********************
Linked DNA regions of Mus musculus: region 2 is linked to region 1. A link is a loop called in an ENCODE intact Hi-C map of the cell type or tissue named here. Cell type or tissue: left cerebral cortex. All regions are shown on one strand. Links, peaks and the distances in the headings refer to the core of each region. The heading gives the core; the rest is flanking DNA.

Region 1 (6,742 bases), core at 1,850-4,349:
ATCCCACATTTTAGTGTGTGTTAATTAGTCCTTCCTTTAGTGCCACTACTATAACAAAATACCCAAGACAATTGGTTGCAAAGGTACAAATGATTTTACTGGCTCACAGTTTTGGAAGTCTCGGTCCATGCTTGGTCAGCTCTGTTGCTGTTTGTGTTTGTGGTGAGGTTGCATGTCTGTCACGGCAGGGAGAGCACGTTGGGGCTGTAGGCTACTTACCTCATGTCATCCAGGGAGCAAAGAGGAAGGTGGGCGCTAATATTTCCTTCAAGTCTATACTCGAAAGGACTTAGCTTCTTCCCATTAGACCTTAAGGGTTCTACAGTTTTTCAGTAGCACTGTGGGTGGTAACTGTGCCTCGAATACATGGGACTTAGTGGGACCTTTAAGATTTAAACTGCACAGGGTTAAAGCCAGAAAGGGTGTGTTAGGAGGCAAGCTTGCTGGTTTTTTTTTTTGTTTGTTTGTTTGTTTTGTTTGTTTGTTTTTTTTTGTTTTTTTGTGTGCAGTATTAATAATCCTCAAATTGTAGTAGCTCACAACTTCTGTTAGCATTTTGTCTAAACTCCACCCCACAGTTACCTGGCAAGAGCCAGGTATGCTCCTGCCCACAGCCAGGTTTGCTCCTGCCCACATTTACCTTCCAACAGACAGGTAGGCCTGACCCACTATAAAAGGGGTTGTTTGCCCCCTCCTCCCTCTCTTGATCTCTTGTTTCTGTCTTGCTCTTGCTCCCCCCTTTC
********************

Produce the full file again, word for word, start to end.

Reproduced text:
Linked DNA regions of Mus musculus: region 2 is linked to region 1. A link is a loop called in an ENCODE intact Hi-C map of the cell type or tissue named here. Cell type or tissue: left cerebral cortex. All regions are shown on one strand. Links, peaks and the distances in the headings refer to the core of each region. The heading gives the core; the rest is flanking DNA.

Region 1 (6,742 bases), core at 1,850-4,349:
ATCCCACATTTTAGTGTGTGTTAATTAGTCCTTCCTTTAGTGCCACTACTATAACAAAATACCCAAGACAATTGGTTGCAAAGGTACAAATGATTTTACTGGCTCACAGTTTTGGAAGTCTCGGTCCATGCTTGGTCAGCTCTGTTGCTGTTTGTGTTTGTGGTGAGGTTGCATGTCTGTCACGGCAGGGAGAGCACGTTGGGGCTGTAGGCTACTTACCTCATGTCATCCAGGGAGCAAAGAGGAAGGTGGGCGCTAATATTTCCTTCAAGTCTATACTCGAAAGGACTTAGCTTCTTCCCATTAGACCTTAAGGGTTCTACAGTTTTTCAGTAGCACTGTGGGTGGTAACTGTGCCTCGAATACATGGGACTTAGTGGGACCTTTAAGATTTAAACTGCACAGGGTTAAAGCCAGAAAGGGTGTGTTAGGAGGCAAGCTTGCTGGTTTTTTTTTTTGTTTGTTTGTTTGTTTTGTTTGTTTGTTTTTTTTTGTTTTTTTGTGTGCAGTATTAATAATCCTCAAATTGTAGTAGCTCACAACTTCTGTTAGCATTTTGTCTAAACTCCACCCCACAGTTACCTGGCAAGAGCCAGGTATGCTCCTGCCCACAGCCAGGTTTGCTCCTGCCCACATTTACCTTCCAACAGACAGGTAGGCCTGACCCACTATAAAAGGGGTTGTTTGCCCCCTCCTCCCTCTCTTGATCTCTTGTTTCTGTCTTGCTCTTGCTCCCCCCTTTC